It seems to be very much a case of 'once bitten, twice shy' when it comes to Irish football supporters and English-born players pulling on a green jersey. After the sagas surrounding Jack Grealish and Declan Rice, many feel we should abandon the policy of recruiting player born in England to line out for our international sides.
While such a move would of course be a huge overreaction, you can see why some people are so hesitant.
Then again, this is an incredibly complex subject. National identity is not a straightforward concept. Quite often, the place you are born has little to do with the nation you feel you belong to.
Gary Breen knows that better than most. While he was born and raised in England, he never considered himself as anything other than Irish. When he pulled on a green jersey, he was fulfilling a lifelong ambition.
Speaking at the unveiling of Premier Sports' Premier League broadcast team for the upcoming season in Dublin yesterday, he said players should have to nail their international colours to the mast at a much earlier stage.
If you're talking about the likes of Patrick Bamford and that, if they don't consider themselves Irish, then they shouldn't play for Ireland. Simple as that.
At the same time, Mick McCarthy has a remit to get the best possible team to play that is eligible. That's the crux of the matter for me.
When you're 18 and you sign your professional contract declare who you want to play for, or who you believe you are.
I know this is a romantic notion, but as an Ireland fan when I watch the team I want to know that all those players playing dreamed about playing for Ireland, like we all did when we were kids.
Now I know it doesn't always work out like that, the world is so cosmopolitan. I just don't want to see us chasing people who don't actually consider themselves Irish.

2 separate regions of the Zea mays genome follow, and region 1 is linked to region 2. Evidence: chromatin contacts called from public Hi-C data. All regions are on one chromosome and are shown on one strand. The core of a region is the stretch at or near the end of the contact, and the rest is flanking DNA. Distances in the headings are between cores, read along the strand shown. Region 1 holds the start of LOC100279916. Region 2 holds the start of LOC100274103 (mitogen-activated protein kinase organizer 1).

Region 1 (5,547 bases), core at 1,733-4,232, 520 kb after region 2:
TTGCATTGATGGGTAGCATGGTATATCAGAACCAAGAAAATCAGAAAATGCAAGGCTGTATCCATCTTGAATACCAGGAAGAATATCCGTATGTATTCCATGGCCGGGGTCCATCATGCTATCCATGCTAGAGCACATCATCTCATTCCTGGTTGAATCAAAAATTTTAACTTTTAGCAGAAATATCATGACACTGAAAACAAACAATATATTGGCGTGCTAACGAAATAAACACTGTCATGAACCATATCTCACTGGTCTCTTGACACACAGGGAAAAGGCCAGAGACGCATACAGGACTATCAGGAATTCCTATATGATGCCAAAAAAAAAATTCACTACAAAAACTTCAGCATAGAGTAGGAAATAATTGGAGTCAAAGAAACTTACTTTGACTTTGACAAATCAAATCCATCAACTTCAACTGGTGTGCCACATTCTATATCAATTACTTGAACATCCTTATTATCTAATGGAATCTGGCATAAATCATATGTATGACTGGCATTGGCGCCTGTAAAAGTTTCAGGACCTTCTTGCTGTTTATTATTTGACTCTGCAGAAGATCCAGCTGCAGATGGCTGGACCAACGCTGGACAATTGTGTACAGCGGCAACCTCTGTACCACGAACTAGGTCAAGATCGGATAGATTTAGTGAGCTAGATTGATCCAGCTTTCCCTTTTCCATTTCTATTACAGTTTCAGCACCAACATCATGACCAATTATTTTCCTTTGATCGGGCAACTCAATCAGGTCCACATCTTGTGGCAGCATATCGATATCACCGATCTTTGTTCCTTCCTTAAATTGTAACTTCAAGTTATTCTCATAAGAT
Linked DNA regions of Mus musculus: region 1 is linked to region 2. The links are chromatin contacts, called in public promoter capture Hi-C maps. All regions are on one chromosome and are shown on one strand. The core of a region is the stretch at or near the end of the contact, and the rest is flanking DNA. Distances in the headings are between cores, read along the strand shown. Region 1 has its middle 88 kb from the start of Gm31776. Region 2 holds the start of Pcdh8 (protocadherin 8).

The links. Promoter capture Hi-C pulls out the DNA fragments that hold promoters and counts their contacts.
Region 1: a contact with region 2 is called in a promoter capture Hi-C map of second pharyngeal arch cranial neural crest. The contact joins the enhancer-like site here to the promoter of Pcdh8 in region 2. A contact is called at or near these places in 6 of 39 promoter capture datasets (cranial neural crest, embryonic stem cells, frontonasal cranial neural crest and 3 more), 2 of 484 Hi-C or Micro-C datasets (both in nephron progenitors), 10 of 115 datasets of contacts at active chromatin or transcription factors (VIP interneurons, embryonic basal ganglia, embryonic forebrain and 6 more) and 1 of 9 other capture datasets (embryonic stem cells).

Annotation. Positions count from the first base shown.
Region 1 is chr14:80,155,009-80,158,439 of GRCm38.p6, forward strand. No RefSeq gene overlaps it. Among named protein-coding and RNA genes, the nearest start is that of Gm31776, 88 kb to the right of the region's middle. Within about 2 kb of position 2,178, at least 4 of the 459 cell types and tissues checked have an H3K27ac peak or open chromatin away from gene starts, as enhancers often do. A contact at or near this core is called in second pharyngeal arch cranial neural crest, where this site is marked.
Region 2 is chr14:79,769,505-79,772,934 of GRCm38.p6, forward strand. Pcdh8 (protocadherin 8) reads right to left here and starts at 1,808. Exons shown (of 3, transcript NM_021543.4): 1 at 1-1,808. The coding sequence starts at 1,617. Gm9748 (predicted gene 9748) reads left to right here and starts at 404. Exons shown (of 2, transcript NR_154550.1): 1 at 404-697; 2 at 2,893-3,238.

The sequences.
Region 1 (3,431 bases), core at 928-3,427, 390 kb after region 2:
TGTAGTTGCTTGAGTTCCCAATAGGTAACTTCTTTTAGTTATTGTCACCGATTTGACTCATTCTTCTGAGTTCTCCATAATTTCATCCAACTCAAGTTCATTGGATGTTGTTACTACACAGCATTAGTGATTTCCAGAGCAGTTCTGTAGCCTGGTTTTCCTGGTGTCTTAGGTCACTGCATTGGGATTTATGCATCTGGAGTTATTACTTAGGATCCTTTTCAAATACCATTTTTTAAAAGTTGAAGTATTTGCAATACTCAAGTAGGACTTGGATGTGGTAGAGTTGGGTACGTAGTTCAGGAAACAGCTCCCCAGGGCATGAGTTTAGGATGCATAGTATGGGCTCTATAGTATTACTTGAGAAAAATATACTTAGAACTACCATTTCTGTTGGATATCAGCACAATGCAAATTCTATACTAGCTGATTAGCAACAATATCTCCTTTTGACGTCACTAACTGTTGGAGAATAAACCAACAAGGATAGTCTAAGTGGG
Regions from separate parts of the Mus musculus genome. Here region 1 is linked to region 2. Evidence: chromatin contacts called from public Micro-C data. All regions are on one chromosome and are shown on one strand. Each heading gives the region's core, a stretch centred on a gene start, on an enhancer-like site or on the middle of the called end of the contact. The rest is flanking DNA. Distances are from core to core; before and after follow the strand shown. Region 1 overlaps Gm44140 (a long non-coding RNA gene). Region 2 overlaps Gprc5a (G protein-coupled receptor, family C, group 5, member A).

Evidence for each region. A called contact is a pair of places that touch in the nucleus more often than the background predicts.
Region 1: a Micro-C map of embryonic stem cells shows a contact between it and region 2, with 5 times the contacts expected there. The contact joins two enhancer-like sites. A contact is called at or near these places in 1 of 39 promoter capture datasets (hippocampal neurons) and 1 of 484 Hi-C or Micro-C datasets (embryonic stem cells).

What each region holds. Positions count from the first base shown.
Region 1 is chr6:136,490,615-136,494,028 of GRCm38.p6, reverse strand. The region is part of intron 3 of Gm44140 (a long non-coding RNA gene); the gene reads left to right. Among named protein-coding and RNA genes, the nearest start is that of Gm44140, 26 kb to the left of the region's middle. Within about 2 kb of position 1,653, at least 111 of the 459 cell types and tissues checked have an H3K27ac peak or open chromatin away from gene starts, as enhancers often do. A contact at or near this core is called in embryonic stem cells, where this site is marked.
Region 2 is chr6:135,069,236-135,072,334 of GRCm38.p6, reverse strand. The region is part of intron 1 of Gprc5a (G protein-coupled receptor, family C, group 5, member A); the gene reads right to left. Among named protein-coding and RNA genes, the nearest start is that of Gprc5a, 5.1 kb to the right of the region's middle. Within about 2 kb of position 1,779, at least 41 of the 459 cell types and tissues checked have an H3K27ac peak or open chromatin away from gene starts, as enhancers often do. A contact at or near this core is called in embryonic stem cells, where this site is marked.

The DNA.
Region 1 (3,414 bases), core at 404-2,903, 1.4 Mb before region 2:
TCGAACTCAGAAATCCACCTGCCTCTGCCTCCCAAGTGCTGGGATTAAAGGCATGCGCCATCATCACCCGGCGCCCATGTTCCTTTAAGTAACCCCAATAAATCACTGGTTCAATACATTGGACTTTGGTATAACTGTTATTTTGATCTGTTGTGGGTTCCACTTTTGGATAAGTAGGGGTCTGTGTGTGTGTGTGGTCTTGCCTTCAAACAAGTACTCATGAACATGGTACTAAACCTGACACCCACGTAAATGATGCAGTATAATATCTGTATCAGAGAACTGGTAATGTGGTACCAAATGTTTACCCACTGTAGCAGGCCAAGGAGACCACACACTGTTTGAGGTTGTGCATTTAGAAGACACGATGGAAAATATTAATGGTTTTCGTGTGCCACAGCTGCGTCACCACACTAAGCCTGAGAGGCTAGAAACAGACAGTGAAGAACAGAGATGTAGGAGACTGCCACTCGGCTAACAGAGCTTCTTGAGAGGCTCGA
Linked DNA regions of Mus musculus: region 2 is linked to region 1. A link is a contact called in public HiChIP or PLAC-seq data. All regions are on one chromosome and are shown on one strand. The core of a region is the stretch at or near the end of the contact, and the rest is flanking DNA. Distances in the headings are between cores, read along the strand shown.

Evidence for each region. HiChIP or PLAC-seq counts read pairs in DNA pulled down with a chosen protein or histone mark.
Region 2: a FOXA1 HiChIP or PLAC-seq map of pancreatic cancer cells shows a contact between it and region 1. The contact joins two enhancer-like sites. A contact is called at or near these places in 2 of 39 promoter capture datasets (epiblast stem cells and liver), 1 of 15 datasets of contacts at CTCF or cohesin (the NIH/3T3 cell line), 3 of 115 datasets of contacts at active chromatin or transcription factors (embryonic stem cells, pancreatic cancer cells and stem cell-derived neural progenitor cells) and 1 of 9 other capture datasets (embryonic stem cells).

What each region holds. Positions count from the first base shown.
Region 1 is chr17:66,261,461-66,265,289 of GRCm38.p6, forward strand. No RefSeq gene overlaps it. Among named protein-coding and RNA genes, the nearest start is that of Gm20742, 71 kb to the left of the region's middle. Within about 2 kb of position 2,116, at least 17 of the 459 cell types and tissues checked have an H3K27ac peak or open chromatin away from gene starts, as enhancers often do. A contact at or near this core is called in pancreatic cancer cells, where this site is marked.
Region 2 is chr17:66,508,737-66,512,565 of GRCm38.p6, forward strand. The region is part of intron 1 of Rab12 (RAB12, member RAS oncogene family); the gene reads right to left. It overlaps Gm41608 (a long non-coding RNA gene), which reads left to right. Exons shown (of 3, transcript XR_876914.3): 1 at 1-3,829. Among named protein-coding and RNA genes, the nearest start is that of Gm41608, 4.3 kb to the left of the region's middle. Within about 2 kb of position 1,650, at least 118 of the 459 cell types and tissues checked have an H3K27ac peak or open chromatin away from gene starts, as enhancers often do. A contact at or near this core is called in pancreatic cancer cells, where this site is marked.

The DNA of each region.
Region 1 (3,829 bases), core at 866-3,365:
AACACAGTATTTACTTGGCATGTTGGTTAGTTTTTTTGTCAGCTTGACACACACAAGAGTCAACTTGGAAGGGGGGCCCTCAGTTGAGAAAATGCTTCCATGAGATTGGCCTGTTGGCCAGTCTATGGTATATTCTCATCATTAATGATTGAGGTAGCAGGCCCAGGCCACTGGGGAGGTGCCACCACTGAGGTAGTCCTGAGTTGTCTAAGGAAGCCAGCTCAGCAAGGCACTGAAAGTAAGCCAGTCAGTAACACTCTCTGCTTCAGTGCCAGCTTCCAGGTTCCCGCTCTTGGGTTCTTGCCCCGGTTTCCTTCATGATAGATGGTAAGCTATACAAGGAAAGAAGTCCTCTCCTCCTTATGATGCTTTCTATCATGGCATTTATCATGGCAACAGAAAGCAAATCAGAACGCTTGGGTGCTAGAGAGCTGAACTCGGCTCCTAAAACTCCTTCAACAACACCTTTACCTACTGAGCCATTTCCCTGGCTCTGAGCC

In the past we have seen players take a long time to pledge their allegiances to Ireland. Patrick Bamford can't seem to make up his mind, while the likes of Liam Kelly and Dan Crowley also wanted to keep their options open.
For Breen, there were never any such doubts.
I was born in London, but there was no point in my life I ever considered myself as anything other than Irish. I don't have any English family.
Unfortunately, my mum and dad had to leave Ireland at a time when loads of people did, to go to London in the 1970's, which wasn't a particularly welcoming place.
I don't think it's about where you're born, it's 'do you think you're Irish'?
Of course, the earning power of English footballers usually far outweighs that of their Irish counterparts. Like it or lump it, that is going to be a part of their decision in the modern game.
You can see it with Declan Rice. His profile across the water has grown in multitudes since his international switch.
Does Breen think monetary considerations are playing a part in the minds of these players?
I'm certain their agents are (thinking of money).
I've had to learn this, but it's never as black and white as when Kevin (Kilbane) and I say this stuff. There are going to be guys who think of themselves just as much English as they do Irish. That's just how they think.
That's why I say you should declare at 18. Everyone is saying 'well you don't know at that age'. You do know at 18, of course you know. You know who you want to play for.
In my mind it shouldn't be a career choice, it should be one from the heart.
Premier Sports today unveiled a new, fresh and exciting broadcast team for its coverage of the 2019/2020 Premier League Season featuring analysts Richard Dunne and Kenny Cunningham, host Eoin McDevitt and commentators Des Curran, Gary Breen and Clive Tyldesley.